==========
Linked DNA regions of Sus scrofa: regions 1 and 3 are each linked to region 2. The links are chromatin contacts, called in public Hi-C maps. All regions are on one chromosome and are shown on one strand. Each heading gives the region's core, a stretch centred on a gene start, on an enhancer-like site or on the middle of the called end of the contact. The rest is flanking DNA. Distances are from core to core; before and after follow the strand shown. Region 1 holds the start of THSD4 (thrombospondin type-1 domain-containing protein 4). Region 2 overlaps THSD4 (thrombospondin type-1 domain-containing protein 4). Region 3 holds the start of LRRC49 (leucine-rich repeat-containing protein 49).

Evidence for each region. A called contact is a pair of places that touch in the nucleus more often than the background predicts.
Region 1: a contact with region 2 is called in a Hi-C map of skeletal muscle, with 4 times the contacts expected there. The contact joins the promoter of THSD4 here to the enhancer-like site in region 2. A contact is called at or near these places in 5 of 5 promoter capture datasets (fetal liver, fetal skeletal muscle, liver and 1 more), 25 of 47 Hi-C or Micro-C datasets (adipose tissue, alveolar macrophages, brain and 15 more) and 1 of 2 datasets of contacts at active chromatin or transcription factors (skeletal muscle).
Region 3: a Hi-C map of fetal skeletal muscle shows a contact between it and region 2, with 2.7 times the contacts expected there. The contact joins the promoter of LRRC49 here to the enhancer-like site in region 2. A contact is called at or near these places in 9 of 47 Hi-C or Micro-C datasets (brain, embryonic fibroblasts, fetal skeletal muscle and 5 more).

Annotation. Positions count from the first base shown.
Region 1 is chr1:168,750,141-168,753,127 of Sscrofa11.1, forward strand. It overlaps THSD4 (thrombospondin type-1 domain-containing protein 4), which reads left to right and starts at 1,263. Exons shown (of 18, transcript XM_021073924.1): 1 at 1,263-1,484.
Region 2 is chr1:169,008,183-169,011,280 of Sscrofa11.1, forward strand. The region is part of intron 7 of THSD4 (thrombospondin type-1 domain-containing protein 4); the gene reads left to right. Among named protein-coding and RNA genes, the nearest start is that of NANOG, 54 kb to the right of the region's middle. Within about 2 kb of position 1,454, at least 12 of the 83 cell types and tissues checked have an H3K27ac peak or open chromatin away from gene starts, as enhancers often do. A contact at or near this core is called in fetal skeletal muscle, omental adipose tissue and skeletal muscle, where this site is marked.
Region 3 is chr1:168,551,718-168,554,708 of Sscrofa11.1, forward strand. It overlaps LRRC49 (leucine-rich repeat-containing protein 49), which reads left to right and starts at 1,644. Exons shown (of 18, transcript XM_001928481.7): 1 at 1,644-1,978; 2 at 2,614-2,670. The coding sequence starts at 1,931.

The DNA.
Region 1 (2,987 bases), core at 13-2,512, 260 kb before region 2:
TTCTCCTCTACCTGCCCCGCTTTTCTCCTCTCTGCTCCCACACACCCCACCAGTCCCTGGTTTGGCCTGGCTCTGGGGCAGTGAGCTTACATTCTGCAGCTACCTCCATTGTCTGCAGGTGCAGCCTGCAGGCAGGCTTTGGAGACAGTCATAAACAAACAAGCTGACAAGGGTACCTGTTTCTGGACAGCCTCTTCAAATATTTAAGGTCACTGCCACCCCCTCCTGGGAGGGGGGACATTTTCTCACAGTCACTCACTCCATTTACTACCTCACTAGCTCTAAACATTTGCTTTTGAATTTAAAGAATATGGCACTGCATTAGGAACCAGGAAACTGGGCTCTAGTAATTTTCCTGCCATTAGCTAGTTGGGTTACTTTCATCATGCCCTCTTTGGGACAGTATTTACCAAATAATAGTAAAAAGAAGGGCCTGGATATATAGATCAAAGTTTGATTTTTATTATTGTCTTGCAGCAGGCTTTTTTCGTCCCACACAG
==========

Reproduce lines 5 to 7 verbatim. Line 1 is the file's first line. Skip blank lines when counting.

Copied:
Annotation. Positions count from the first base shown.
Region 1 is chr1:168,750,141-168,753,127 of Sscrofa11.1, forward strand. It overlaps THSD4 (thrombospondin type-1 domain-containing protein 4), which reads left to right and starts at 1,263. Exons shown (of 18, transcript XM_021073924.1): 1 at 1,263-1,484.
Region 2 is chr1:169,008,183-169,011,280 of Sscrofa11.1, forward strand. The region is part of intron 7 of THSD4 (thrombospondin type-1 domain-containing protein 4); the gene reads left to right. Among named protein-coding and RNA genes, the nearest start is that of NANOG, 54 kb to the right of the region's middle. Within about 2 kb of position 1,454, at least 12 of the 83 cell types and tissues checked have an H3K27ac peak or open chromatin away from gene starts, as enhancers often do. A contact at or near this core is called in fetal skeletal muscle, omental adipose tissue and skeletal muscle, where this site is marked.